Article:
Microplastics Bans

On January 30, the European Chemicals Agency (ECHA) proposed a restriction on microplastics intentionally added to products used by consumers or professionals. If passed, the proposed restriction would reduce microplastics released into the environment in the EU by around 400,000 tons over 20 years. Microplastics are currently defined as synthetic polymer particles that resist biodegradation and under 5mm in size. Microplastics became prevalent in many cosmetic products including face wash, but may also be present in detergents, paints, construction materials, medicine, agricultural products, etc. Although one can generally see microplastics in products, some packaging may not show the product within. Some common ingredients that signal the presence of microplastics include polyethylene (PE), polypropylene (PP), polyethylene terephthalate (PET), polymethyl methacrylate (PMMA), and Nylon (PA).

Microplastics pose a problem because they enter into the food chain when fish and other animals ingest them and are in turn eaten by humans. The effect that microplastics pose to human health are not completely known. The impact of microplastics on the environment are also currently unknown, but microplastics take thousands of years to degrade and can accumulate over time. They easily enter into the wastewater system since they are often too small to be caught in any filters and can make their way into marine aquatic environments.

Several countries have imposed restrictions on some microplastics in products, mainly in the cosmetic sector. For instance, the United States passed the Microbead-Free Waters Act of 2015.  This legislation prohibited the sale or distribution of rinse-off cosmetics containing plastic microbeads. Manufacturers cannot produce such products as of July 1, 2017 nor introduce or deliver for introduction to interstate commerce as of July 1, 2018. Similar restrictions on nonprescription drugs go into effect one year later than the rule for cosmetics. The United Kingdom enacted legislation in 2017 to ban the sale of rinse-off cosmetics and personal care products containing microbeads.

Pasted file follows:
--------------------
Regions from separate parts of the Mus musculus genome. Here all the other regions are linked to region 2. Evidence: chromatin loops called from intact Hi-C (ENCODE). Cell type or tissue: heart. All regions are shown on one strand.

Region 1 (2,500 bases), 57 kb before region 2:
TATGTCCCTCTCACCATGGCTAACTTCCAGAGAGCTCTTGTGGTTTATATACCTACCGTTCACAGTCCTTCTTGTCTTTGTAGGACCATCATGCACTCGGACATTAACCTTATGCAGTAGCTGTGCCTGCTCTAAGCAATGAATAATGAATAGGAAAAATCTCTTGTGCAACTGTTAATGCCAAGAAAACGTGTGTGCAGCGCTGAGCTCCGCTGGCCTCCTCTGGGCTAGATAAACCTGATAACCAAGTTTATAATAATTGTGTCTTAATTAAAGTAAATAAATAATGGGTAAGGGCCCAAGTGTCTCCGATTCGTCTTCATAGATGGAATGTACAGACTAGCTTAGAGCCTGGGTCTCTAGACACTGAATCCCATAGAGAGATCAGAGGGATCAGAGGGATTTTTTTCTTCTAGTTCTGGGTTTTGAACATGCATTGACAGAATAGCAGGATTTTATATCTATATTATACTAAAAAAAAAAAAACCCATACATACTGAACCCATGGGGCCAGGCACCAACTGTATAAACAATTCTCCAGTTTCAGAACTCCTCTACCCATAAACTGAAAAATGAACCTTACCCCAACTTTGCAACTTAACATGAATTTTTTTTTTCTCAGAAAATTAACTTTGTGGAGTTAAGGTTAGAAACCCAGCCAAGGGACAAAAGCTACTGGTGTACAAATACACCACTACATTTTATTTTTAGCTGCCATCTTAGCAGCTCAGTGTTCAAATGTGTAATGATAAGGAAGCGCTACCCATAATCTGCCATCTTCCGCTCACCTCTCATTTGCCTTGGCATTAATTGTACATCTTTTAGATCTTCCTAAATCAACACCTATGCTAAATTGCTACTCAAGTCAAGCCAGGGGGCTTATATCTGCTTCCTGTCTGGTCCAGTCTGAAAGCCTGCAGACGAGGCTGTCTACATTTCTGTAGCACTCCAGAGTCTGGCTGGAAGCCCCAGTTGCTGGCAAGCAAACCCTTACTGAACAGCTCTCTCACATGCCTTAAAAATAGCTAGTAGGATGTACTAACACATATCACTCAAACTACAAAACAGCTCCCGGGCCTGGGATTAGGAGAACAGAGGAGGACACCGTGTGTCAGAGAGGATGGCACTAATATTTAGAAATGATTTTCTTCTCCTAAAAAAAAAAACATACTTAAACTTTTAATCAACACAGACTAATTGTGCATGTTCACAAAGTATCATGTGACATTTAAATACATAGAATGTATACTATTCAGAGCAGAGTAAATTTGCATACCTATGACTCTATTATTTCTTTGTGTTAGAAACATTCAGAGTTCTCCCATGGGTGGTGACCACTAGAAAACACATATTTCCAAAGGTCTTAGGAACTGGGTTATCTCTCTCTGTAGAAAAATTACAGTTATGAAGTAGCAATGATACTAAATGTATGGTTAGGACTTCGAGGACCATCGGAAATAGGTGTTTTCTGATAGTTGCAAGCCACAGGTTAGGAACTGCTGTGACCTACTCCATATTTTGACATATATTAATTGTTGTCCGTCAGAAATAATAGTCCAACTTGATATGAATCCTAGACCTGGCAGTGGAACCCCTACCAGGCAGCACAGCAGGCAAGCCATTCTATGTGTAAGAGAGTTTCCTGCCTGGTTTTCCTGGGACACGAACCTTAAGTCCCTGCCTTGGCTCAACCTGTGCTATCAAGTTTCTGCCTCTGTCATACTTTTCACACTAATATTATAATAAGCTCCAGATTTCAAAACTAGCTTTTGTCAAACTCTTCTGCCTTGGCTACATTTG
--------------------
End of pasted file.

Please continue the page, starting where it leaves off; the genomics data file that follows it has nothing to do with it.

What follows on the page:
Canada passed a ban on microbeads in toiletries back in 2017. The Canadian regulation bans the manufacture or import of toiletries with microbeads as of January 1, 2018. However, the ban begins as of July 1, 2018 for any natural health products or non-prescription drugs. The regulation also prohibits the sale of toiletries with microbeads as of July 1, 2018, although the sale for natural health products or non-prescription drugs with microbeads will go into effect July 1, 2019. The regulations do not apply to prescription drugs. Additionally, importers who are transporting through Canada from a place outside Canada to another place outside Canada do not contravene the regulation.

New Zealand passed the Waste Minimisation (Microbeads) Regulations 2017. These regulations prohibit the selling or manufacture of a prohibited wash-off product in New Zealand as of June 7, 2018. Prohibited wash-off products include microbeads intended to exfoliate or clean all or part of a person’s body; abrasive cleaning of any area, surface, or thing; impact the appearance of the product. The prohibition does not apply to medical devices or medicine.

Sweden implemented a ban on cosmetic products with microbeads intended to have a cleansing, polishing, or peeling effect. Included microbeads are less than 5mm in size and insoluble in water in items that can rinse-off or spit-out and used on hair, teeth, mucous membrane, or skin. Plastic microbeads made from naturally occurring polymers such as cellulose are not included in the Swedish ban. The ban went into force July 1, 2018; however, products on sale in Sweden before that date may be sold until January 1, 2019.

Australia’s Environment Minister promised to ban microbeads if industry failed to voluntary remove them from products by July 2018, but so far, there has been no legislation to this effect.

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